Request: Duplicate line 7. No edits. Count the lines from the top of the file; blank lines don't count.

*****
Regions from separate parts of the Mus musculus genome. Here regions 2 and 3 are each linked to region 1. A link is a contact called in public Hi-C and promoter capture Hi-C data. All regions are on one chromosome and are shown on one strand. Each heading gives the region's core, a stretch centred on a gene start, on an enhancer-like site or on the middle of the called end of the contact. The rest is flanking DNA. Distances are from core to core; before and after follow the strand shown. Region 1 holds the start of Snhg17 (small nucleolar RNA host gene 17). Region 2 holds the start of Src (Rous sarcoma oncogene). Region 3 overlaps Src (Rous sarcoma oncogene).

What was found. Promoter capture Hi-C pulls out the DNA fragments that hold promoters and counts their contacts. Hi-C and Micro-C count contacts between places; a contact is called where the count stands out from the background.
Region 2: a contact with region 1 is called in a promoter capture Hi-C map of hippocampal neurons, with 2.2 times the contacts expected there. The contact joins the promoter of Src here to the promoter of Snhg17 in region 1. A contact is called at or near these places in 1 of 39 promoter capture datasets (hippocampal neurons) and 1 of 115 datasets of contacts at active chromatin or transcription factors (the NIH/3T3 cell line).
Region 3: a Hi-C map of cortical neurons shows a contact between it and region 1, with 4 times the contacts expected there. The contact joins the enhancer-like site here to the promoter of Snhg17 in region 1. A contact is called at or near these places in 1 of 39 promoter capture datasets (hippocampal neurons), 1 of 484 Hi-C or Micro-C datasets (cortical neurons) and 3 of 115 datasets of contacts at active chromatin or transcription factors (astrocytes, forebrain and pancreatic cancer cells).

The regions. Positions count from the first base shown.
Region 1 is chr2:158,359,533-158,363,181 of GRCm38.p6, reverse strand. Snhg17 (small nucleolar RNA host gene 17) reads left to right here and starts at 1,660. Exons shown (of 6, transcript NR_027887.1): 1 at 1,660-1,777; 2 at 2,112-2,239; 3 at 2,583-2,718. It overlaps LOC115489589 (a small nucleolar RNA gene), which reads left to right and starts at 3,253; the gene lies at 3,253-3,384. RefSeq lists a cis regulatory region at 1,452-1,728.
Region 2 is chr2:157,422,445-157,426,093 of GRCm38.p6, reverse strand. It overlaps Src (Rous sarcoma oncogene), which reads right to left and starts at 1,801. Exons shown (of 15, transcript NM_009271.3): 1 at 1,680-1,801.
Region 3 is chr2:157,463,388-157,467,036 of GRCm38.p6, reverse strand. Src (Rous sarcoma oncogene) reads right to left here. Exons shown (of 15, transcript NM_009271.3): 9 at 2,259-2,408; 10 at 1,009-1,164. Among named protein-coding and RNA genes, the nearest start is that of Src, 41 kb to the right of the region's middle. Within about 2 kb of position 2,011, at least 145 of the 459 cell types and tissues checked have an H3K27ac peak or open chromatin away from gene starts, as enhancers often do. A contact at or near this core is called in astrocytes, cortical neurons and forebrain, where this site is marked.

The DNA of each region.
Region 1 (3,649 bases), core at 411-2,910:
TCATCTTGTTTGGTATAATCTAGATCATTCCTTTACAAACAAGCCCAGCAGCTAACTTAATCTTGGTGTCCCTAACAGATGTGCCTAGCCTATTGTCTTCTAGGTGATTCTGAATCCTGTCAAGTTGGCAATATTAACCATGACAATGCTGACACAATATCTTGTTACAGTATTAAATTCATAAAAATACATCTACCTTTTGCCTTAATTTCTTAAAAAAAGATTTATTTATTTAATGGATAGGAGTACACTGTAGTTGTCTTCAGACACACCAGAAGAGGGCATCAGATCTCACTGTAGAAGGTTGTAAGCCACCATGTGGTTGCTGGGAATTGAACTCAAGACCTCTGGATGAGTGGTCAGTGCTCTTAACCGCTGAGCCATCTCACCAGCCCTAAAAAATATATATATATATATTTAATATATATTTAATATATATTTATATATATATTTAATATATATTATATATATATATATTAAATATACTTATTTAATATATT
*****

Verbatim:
Region 2 is chr2:157,422,445-157,426,093 of GRCm38.p6, reverse strand. It overlaps Src (Rous sarcoma oncogene), which reads right to left and starts at 1,801. Exons shown (of 15, transcript NM_009271.3): 1 at 1,680-1,801.